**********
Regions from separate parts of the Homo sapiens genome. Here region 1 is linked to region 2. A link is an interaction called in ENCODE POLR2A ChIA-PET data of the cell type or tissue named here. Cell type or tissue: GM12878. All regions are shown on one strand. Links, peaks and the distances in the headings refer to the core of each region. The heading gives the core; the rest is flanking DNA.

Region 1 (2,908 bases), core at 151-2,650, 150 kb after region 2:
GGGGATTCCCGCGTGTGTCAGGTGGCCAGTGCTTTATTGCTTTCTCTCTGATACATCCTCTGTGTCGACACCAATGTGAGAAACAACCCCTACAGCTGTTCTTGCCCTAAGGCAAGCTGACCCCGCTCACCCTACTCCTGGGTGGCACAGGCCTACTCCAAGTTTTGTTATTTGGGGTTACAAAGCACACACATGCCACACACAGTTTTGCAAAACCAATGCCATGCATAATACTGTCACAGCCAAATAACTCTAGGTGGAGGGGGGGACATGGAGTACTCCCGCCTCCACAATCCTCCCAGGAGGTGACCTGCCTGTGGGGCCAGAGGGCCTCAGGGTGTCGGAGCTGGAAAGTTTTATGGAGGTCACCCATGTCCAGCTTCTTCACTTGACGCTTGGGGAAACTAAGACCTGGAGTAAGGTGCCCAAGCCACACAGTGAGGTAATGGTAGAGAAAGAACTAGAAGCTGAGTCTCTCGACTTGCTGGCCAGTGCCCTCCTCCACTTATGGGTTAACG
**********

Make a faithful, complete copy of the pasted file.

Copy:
Regions from separate parts of the Homo sapiens genome. Here region 1 is linked to region 2. A link is an interaction called in ENCODE POLR2A ChIA-PET data of the cell type or tissue named here. Cell type or tissue: GM12878. All regions are shown on one strand. Links, peaks and the distances in the headings refer to the core of each region. The heading gives the core; the rest is flanking DNA.

Region 1 (2,908 bases), core at 151-2,650, 150 kb after region 2:
GGGGATTCCCGCGTGTGTCAGGTGGCCAGTGCTTTATTGCTTTCTCTCTGATACATCCTCTGTGTCGACACCAATGTGAGAAACAACCCCTACAGCTGTTCTTGCCCTAAGGCAAGCTGACCCCGCTCACCCTACTCCTGGGTGGCACAGGCCTACTCCAAGTTTTGTTATTTGGGGTTACAAAGCACACACATGCCACACACAGTTTTGCAAAACCAATGCCATGCATAATACTGTCACAGCCAAATAACTCTAGGTGGAGGGGGGGACATGGAGTACTCCCGCCTCCACAATCCTCCCAGGAGGTGACCTGCCTGTGGGGCCAGAGGGCCTCAGGGTGTCGGAGCTGGAAAGTTTTATGGAGGTCACCCATGTCCAGCTTCTTCACTTGACGCTTGGGGAAACTAAGACCTGGAGTAAGGTGCCCAAGCCACACAGTGAGGTAATGGTAGAGAAAGAACTAGAAGCTGAGTCTCTCGACTTGCTGGCCAGTGCCCTCCTCCACTTATGGGTTAACG